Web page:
Council member Bud Otis introduced a bill to make it a conflict of interest for elected officials and their immediate family members to be awarded bids for county projects.Chmelick voted against the bill.
Chmelik supported new zoning standards that would allow solar arrays on agricultural land.Chmelik said he wanted to allow farmers to maximize the use of their land while still being considerate to neighbors' concerns about changes in the landscape.
Chmelik proposed increasing the Frederick County Executive's annual salary to $180,000 in order to attract private-sector executives, rather than only politicians.When the rest of the Council criticized the proposal, Chmelik withdrew it. Chmelik also proposed allowing County Executives to hold outside employment, which had been prohibited, in order to attract candidates who are executives from the private sector. The proposal did not pass the Council.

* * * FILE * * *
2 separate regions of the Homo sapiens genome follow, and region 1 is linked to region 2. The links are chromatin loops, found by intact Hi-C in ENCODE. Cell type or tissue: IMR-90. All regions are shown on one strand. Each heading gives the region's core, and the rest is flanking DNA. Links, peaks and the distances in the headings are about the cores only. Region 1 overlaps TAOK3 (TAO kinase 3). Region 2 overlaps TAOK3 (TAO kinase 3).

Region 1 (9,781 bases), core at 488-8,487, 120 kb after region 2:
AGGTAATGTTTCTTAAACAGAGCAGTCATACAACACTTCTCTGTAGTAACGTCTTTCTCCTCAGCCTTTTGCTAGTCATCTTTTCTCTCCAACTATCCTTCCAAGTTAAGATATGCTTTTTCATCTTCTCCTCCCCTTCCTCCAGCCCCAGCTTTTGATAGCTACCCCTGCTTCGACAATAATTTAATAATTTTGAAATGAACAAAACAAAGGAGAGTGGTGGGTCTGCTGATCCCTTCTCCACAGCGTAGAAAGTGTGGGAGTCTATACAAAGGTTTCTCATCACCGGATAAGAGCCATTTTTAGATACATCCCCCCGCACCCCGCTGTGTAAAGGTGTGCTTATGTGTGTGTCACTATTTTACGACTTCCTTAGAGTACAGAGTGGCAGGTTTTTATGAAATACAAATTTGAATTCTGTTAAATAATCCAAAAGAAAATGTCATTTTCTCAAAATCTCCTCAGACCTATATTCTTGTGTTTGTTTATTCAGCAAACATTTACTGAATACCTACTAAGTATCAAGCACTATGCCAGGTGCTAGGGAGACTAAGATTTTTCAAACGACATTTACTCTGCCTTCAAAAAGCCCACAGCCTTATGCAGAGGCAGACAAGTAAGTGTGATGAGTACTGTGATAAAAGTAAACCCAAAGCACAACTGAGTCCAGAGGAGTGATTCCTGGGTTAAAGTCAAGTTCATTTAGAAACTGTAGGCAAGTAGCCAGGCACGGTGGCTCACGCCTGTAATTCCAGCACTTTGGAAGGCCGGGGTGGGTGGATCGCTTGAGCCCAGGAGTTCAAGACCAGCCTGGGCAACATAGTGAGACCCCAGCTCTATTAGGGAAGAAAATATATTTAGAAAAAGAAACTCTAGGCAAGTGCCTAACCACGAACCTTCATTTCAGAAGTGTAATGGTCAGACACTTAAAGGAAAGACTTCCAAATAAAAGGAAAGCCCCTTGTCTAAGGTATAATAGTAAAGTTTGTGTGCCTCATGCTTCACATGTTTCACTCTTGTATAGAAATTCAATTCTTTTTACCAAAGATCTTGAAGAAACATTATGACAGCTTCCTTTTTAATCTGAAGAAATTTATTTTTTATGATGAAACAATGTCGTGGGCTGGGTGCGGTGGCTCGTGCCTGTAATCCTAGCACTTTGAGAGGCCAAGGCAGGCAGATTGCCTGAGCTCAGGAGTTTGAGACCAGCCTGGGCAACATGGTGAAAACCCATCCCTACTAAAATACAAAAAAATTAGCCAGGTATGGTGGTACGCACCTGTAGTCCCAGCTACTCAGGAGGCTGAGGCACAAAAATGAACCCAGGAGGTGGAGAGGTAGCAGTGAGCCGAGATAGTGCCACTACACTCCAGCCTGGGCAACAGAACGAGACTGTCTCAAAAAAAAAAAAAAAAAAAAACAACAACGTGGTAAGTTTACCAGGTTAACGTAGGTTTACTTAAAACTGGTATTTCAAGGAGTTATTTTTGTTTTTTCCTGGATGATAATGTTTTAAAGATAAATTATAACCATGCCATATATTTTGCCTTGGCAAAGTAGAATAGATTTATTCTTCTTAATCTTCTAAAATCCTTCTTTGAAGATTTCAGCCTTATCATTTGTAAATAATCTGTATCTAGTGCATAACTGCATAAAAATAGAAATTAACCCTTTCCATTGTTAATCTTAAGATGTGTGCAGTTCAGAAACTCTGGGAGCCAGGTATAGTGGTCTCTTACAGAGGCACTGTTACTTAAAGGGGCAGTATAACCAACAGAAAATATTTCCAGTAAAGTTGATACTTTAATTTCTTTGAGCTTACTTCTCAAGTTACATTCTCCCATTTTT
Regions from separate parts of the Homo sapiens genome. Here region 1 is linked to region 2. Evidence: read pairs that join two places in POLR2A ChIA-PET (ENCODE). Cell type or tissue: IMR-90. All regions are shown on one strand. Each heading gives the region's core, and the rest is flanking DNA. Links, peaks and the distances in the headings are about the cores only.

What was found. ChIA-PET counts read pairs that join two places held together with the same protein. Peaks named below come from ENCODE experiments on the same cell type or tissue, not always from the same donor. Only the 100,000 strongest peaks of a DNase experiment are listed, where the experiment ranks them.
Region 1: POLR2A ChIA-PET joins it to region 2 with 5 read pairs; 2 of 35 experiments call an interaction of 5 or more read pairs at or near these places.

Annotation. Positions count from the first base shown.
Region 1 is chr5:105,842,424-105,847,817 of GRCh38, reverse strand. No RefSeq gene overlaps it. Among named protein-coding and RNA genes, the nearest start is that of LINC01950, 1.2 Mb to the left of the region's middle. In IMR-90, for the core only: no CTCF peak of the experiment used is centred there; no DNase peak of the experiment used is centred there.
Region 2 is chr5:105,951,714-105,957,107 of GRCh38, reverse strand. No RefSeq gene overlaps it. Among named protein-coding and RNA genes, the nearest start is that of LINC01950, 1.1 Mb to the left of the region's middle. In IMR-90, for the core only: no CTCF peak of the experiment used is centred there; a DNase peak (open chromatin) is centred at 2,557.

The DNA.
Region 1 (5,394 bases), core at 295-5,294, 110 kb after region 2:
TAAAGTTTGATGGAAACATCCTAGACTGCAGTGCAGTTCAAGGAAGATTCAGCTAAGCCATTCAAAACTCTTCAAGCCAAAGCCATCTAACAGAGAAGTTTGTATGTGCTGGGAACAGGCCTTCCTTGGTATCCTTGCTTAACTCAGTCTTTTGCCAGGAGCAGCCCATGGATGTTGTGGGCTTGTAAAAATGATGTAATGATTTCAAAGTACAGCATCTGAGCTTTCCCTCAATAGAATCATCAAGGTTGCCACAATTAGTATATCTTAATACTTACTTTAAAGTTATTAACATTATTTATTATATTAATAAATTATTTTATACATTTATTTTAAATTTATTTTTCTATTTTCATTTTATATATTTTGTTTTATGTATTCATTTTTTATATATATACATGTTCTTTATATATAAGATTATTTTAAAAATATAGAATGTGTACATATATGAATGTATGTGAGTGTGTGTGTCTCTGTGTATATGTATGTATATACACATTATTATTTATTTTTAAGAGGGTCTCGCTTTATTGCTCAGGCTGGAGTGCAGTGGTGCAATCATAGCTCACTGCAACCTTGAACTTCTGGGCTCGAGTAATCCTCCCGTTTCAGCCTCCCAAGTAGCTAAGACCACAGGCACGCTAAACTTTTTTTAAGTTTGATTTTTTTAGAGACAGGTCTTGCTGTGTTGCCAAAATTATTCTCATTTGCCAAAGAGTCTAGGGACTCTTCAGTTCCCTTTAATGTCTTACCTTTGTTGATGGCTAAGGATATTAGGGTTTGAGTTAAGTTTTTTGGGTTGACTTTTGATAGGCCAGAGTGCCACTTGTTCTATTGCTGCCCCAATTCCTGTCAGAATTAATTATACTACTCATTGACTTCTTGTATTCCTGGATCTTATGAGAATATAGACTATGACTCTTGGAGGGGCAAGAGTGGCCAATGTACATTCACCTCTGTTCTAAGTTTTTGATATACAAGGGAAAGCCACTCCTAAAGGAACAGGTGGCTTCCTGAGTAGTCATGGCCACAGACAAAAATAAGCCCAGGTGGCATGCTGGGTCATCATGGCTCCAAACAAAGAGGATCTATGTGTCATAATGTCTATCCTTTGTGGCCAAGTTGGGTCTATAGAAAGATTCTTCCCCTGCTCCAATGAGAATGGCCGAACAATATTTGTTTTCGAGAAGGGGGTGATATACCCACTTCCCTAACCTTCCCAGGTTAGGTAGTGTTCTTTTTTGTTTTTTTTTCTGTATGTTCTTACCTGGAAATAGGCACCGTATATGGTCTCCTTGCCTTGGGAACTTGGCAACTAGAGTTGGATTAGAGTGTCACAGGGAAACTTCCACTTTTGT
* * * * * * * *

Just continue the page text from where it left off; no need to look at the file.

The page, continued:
Chmelik opposed a proposal to increase the county's hotel tax from three percent to five percent, some of which would fund construction and improvements to conference halls and exhibit halls in the county.Shreve also opposed a bill to fund part of the construction of a hotel and conference center in downtown Frederick.
|Nonpartisan||Kathryn B. Groth||11,463||15|
|Nonpartisan||Emily Ann Meyer||6,665||8|
|Nonpartisan||Cindy Ann Rose||5,231||7|
|Nonpartisan||James E. Hoover||4,613||6|
|Nonpartisan||Kiesha La Kay Edmonds||1,607||2|
|Nonpartisan||Kathryn B. Groth||58,525||23|
|Nonpartisan||Colleen E. Cusimano||41,861||17|
|Write-in (Stephens Dempsey and others)||1,055||6|